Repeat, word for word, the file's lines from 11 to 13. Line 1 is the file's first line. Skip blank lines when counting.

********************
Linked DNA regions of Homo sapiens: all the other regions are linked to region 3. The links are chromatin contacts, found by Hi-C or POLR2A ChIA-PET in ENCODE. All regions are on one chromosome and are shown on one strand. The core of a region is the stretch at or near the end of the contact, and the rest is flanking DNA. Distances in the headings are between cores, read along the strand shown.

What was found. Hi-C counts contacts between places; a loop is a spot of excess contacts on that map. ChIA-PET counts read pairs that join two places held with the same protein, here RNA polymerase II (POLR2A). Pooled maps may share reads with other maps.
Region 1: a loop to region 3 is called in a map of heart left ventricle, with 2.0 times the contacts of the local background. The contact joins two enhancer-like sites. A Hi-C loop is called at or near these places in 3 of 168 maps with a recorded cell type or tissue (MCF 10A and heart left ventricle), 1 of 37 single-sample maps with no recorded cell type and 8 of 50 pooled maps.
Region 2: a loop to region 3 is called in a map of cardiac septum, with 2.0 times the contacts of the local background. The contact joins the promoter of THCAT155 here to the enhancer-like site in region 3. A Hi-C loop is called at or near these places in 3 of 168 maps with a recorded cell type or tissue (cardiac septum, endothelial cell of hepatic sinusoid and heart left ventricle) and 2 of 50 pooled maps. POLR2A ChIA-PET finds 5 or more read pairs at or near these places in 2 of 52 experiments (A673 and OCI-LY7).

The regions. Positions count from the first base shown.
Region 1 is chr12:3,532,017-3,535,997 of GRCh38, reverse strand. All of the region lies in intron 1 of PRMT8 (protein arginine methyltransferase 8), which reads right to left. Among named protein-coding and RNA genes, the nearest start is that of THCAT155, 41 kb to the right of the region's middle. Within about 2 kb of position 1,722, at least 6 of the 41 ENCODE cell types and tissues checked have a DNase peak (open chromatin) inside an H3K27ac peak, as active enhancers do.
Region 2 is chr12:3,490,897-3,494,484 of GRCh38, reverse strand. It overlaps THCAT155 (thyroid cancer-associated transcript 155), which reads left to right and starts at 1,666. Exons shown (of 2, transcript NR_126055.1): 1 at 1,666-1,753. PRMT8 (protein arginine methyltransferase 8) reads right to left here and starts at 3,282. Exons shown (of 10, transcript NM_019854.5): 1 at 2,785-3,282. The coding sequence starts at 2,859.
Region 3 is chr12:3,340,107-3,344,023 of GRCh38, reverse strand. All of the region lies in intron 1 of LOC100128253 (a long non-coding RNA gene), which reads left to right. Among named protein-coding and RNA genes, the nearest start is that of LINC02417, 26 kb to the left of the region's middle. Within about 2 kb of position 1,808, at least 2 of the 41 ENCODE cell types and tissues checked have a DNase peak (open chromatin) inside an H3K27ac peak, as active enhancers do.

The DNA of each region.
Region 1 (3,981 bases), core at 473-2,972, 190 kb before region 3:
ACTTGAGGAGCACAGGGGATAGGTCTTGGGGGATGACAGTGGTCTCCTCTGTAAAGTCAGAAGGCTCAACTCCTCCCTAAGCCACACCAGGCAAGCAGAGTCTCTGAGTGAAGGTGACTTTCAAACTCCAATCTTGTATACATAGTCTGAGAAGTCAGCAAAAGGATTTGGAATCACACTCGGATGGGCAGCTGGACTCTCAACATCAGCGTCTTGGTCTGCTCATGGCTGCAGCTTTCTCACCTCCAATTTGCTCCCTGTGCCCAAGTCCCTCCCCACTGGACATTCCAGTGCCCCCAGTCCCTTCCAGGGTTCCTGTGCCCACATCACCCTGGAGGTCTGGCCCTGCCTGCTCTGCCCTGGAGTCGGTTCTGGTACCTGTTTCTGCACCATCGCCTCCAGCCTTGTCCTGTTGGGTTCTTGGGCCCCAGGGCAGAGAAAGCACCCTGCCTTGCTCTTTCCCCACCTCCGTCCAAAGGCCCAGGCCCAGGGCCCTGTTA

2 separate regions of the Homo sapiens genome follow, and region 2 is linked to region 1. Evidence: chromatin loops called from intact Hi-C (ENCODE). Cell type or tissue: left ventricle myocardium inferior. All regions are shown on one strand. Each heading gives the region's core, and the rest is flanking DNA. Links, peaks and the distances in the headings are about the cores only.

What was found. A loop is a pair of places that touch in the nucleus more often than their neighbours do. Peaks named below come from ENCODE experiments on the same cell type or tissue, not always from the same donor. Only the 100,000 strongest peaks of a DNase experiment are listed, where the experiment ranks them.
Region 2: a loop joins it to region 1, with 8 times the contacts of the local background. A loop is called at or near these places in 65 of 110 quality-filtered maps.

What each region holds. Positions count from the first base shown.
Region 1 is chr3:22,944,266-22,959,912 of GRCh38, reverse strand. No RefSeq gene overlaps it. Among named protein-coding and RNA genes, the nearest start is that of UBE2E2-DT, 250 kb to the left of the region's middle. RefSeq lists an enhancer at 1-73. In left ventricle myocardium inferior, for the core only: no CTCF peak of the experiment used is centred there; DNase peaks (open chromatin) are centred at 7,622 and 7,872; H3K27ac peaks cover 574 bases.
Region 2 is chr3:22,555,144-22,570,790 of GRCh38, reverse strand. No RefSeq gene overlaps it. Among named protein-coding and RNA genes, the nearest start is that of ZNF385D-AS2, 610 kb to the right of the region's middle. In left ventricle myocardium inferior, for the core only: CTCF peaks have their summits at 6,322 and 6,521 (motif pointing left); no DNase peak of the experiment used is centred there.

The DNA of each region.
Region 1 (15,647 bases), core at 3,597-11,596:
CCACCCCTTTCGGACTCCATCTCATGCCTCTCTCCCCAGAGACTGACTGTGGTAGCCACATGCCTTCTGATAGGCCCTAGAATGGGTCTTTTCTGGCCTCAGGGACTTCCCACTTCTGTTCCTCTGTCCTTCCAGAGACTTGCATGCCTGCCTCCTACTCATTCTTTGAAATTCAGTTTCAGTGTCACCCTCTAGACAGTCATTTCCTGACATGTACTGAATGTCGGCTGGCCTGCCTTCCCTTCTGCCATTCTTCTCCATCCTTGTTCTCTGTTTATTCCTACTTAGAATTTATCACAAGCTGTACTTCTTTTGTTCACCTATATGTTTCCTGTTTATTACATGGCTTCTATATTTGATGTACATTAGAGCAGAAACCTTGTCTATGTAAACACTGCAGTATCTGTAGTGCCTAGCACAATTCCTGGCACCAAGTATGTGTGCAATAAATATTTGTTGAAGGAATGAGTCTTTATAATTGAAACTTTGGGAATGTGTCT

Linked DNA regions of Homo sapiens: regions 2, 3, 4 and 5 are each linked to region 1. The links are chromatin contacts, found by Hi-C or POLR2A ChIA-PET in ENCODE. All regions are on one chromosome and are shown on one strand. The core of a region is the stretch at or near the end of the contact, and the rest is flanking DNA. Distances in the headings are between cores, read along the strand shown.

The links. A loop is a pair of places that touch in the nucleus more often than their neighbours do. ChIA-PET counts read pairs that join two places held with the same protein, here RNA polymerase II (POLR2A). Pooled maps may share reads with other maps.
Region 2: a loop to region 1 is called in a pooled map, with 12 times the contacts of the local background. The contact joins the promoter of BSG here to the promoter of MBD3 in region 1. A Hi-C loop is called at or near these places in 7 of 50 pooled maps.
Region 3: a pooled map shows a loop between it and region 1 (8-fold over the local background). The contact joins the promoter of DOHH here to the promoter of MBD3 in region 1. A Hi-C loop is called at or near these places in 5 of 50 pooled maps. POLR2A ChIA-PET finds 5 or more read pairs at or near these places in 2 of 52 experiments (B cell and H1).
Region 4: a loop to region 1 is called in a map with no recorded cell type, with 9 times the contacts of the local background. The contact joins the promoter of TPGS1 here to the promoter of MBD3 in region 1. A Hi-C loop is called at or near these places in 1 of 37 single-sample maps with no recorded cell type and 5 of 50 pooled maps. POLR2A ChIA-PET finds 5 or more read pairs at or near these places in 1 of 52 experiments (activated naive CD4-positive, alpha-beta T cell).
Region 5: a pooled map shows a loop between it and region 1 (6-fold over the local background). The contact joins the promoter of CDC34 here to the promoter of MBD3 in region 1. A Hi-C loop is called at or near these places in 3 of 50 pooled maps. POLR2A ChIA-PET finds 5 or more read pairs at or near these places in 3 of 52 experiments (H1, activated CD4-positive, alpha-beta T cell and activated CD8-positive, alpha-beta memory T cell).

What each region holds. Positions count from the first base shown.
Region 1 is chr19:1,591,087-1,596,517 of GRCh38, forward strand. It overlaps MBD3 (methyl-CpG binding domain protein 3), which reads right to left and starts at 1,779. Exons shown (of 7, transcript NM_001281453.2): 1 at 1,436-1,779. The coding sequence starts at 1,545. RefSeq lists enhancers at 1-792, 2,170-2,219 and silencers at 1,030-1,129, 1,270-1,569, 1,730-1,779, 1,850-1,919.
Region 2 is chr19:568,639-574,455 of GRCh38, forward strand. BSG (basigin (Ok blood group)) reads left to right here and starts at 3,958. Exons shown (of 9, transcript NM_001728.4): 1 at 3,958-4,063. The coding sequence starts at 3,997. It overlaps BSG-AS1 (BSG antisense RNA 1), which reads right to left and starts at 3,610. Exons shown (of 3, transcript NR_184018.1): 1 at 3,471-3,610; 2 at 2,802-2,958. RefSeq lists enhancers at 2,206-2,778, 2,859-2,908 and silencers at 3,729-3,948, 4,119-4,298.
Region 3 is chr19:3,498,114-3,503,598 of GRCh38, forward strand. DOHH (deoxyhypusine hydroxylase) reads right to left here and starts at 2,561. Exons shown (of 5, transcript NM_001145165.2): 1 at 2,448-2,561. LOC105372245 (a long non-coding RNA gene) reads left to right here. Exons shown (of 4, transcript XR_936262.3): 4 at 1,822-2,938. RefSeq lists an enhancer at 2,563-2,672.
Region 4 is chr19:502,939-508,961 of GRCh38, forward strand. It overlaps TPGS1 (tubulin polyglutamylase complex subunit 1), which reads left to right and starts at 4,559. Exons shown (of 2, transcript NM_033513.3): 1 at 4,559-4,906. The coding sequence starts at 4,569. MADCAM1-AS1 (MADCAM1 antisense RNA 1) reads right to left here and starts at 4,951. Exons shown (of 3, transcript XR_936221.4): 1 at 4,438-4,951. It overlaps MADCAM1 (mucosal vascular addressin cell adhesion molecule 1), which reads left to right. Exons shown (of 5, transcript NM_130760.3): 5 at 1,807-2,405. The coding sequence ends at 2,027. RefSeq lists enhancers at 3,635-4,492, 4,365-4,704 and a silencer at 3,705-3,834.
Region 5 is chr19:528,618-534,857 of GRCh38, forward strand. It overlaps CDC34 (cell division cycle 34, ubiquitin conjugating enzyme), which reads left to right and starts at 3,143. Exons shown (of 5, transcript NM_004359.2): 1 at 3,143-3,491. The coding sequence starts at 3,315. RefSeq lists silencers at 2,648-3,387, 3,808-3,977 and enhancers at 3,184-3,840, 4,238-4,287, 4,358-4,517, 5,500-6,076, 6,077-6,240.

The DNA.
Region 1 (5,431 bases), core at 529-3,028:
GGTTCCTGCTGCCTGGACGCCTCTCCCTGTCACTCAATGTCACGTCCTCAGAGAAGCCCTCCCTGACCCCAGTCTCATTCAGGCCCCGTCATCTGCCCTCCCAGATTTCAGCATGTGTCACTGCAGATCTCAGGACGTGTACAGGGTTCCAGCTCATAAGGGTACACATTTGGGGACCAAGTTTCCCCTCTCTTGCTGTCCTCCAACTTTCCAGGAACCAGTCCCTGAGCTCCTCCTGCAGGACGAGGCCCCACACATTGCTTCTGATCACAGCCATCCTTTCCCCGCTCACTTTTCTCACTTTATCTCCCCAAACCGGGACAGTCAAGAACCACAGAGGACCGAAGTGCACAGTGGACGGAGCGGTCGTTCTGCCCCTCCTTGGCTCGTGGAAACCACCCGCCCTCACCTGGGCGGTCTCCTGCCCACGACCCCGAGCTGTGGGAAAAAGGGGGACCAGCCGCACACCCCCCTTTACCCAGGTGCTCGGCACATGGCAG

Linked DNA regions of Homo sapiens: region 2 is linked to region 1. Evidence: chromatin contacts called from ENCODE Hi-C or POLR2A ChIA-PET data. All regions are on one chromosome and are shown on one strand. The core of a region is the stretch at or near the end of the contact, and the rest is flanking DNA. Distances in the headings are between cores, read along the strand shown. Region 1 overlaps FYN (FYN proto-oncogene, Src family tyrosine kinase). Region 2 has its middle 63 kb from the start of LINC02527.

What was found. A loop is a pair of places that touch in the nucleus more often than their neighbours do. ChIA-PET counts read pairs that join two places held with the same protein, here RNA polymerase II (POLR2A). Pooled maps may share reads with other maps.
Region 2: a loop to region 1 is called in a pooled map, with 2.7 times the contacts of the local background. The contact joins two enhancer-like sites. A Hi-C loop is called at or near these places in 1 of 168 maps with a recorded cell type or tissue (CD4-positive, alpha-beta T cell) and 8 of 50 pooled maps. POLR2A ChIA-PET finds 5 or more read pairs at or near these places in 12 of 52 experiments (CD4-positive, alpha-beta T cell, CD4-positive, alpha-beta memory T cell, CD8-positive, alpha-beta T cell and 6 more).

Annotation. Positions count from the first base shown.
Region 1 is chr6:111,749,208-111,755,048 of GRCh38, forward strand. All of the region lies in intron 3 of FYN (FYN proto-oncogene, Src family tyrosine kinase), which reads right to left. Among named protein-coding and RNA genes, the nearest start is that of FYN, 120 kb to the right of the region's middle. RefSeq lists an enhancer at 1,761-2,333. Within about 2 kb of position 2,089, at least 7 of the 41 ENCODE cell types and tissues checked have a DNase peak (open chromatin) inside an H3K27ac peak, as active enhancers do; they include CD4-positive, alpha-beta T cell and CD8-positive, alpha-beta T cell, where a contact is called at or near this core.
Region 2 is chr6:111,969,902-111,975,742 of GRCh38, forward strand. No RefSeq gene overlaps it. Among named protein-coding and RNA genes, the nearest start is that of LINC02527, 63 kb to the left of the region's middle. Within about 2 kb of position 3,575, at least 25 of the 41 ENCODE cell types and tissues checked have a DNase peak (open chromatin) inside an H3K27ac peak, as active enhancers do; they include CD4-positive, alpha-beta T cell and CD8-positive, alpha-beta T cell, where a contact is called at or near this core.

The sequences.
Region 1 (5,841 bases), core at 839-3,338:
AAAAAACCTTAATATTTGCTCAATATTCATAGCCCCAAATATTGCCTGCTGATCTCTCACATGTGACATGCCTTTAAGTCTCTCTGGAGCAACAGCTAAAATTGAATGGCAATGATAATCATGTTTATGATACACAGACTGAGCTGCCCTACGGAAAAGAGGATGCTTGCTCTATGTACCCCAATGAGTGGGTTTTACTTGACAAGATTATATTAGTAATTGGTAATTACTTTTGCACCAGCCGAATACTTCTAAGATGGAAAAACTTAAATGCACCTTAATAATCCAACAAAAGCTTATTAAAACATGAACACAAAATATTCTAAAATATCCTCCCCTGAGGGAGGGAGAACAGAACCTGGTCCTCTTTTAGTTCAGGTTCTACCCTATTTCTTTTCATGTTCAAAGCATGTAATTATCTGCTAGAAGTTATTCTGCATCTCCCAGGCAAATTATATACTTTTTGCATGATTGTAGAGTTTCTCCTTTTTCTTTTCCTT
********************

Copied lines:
ACTTGAGGAGCACAGGGGATAGGTCTTGGGGGATGACAGTGGTCTCCTCTGTAAAGTCAGAAGGCTCAACTCCTCCCTAAGCCACACCAGGCAAGCAGAGTCTCTGAGTGAAGGTGACTTTCAAACTCCAATCTTGTATACATAGTCTGAGAAGTCAGCAAAAGGATTTGGAATCACACTCGGATGGGCAGCTGGACTCTCAACATCAGCGTCTTGGTCTGCTCATGGCTGCAGCTTTCTCACCTCCAATTTGCTCCCTGTGCCCAAGTCCCTCCCCACTGGACATTCCAGTGCCCCCAGTCCCTTCCAGGGTTCCTGTGCCCACATCACCCTGGAGGTCTGGCCCTGCCTGCTCTGCCCTGGAGTCGGTTCTGGTACCTGTTTCTGCACCATCGCCTCCAGCCTTGTCCTGTTGGGTTCTTGGGCCCCAGGGCAGAGAAAGCACCCTGCCTTGCTCTTTCCCCACCTCCGTCCAAAGGCCCAGGCCCAGGGCCCTGTTA

2 separate regions of the Homo sapiens genome follow, and region 2 is linked to region 1. Evidence: chromatin loops called from intact Hi-C (ENCODE). Cell type or tissue: left ventricle myocardium inferior. All regions are shown on one strand. Each heading gives the region's core, and the rest is flanking DNA. Links, peaks and the distances in the headings are about the cores only.

What was found. A loop is a pair of places that touch in the nucleus more often than their neighbours do. Peaks named below come from ENCODE experiments on the same cell type or tissue, not always from the same donor. Only the 100,000 strongest peaks of a DNase experiment are listed, where the experiment ranks them.